Last night we saw the film, "Wrestling with Angels," just two days before it leaves NYC. It is entirely about three years, 2001-04 in the life of the playwright, artist/activist Tony Kushner. We see his work and his person as inspirational, profoundly moving, and funny. The film's publicity sums it up, "... from his childhood home in Louisiana to his development as a writer, politically active gay man...a force for a more literate and compassionate universe."
He and I, if one can be so bold, share a concern about the survival of the earth through doing something about it. Kushner's tikkun olam spirit toward "repairing the world" was shaped by a more Jewish-identified family than mine. My father and mother embodied the social justice focus typical of 1920s and 30s Jewish leftists but lacked the spirituality of religious observance and personal humanity of Kushner's parents.
In the film you can join him as he travels from his home in NYC during the 2004 election and risks arrest in Florida while helping people register to vote. You're a guest at his marriage ceremony, with female rabbi, to the writer, Mark Harris. Shiver in the cold of wintertime Central Park for the shooting of the teleplay of "Angels in America." And see his 75 year old father, musician and businessman, who has come to terms gracefully with the unexpected: a gay son.
For illustration of this post, I chose a kind of homage to Tony Kushner--a condom amulet titled "The Weekender." The knitted sweater remnant was a gift from another talented artist, Teva Durham. When I began this work to raise the consciousness of women over 50 about HIV, Teva had just completed her beautiful knit book, Loop-d-Loop. In the pile of leftovers from the free-spirit styles for the book was this sweater cuff. Perfect for wrist wear--holder of condoms, lubricant. I like to think that Kushner would appreciate my urge to get your attention about something very important in this quirky way.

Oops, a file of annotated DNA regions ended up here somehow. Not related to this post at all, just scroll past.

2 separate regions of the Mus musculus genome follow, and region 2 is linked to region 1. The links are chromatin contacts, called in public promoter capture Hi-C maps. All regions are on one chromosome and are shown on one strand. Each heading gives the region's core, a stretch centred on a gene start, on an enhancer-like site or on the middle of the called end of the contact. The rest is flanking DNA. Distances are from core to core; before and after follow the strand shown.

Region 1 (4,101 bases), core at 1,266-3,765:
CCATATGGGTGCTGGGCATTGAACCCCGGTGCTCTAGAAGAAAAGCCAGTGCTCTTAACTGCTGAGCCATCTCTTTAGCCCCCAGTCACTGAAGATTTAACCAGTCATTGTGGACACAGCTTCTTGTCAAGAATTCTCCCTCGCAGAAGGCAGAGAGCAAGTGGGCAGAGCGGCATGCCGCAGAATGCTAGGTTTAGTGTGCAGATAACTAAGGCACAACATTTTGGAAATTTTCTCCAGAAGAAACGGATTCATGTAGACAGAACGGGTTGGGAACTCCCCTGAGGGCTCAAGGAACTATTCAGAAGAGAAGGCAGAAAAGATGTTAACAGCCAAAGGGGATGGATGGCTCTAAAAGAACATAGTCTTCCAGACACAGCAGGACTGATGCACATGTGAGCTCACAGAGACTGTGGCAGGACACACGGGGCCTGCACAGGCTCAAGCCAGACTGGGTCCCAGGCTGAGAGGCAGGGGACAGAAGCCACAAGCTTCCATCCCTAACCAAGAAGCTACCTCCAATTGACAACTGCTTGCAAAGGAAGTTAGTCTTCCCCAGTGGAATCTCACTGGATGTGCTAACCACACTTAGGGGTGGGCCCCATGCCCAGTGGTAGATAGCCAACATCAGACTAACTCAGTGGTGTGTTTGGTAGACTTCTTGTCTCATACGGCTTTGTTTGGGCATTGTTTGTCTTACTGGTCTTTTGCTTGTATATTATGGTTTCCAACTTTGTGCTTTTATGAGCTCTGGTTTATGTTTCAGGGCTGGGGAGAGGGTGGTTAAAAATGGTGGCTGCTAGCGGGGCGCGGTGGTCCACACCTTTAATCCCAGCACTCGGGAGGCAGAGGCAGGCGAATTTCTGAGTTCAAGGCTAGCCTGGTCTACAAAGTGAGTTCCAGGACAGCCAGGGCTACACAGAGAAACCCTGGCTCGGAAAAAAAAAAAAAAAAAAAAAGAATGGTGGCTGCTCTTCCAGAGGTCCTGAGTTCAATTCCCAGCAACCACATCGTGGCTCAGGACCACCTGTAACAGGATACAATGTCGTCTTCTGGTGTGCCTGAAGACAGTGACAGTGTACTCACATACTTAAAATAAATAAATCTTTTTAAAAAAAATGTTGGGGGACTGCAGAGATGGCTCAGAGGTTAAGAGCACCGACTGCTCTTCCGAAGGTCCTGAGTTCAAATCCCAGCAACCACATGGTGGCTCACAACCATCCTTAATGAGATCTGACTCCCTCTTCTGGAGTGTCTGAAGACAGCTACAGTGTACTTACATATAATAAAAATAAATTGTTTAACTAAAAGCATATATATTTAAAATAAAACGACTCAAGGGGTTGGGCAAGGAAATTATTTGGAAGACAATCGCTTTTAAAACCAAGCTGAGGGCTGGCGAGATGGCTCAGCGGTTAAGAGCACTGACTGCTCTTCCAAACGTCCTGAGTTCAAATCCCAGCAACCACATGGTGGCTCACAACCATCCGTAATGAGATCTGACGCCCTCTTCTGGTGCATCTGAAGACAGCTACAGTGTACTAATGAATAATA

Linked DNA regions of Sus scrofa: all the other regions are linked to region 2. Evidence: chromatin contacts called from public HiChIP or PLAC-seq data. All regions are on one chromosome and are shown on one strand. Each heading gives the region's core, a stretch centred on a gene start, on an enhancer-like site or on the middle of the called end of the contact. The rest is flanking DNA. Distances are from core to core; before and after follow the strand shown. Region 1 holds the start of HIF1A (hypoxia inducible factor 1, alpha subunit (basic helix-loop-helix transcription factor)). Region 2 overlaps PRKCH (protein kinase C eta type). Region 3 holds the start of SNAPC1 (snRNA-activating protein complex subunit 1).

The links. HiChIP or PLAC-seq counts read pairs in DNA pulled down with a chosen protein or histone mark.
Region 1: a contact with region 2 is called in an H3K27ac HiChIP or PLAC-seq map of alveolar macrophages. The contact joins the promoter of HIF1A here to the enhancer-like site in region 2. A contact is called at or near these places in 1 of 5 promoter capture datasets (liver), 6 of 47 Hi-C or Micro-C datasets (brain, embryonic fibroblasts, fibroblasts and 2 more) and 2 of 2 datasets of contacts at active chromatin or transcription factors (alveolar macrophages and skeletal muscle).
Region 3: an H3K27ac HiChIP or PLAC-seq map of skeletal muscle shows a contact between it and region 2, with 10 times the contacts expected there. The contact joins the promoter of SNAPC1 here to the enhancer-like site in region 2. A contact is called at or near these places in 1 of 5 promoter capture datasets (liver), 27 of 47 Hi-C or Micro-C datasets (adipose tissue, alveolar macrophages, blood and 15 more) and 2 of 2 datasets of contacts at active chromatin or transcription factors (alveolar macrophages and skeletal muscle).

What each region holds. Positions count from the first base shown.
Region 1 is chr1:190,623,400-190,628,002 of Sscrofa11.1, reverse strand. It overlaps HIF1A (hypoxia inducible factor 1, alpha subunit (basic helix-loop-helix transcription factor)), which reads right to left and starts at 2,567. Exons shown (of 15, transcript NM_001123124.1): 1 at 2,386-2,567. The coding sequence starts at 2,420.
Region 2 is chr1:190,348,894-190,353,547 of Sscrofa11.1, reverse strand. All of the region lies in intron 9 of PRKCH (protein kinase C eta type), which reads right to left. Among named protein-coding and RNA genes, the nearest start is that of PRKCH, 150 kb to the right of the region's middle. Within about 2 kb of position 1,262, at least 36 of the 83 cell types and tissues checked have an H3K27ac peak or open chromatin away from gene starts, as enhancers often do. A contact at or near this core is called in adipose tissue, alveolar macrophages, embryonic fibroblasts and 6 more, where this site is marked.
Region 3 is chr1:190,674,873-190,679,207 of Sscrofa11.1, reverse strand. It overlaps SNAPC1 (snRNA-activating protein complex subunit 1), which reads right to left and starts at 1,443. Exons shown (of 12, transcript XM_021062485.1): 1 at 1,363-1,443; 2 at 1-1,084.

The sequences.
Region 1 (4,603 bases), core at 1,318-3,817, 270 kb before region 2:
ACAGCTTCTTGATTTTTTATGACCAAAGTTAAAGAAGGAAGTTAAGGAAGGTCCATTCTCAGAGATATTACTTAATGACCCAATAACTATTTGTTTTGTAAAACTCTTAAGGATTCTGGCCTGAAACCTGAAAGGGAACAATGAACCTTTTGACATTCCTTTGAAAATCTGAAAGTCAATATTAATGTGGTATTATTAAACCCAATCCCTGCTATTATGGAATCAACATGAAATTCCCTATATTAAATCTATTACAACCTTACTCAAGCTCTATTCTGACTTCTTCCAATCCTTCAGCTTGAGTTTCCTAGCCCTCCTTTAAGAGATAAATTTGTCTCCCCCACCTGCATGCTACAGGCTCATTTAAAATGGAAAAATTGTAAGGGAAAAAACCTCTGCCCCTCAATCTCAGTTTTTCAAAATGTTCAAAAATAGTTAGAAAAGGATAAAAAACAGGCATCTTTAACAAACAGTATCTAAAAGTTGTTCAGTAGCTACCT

Here, by the way, is a good piece about "Wrestling with Angels" from the New York Times as the film opened; this talks about what was not in the film. Others have commented, and I agree, that it would have benefitted from more on the bumps in the life of this extraordinary 50 year old. Opens November in Boston. Check out this screening schedule for other venues..west coast bloggers, Saz Secrets and Busha Full of Grace will find it Berkeley and San Francisco in December.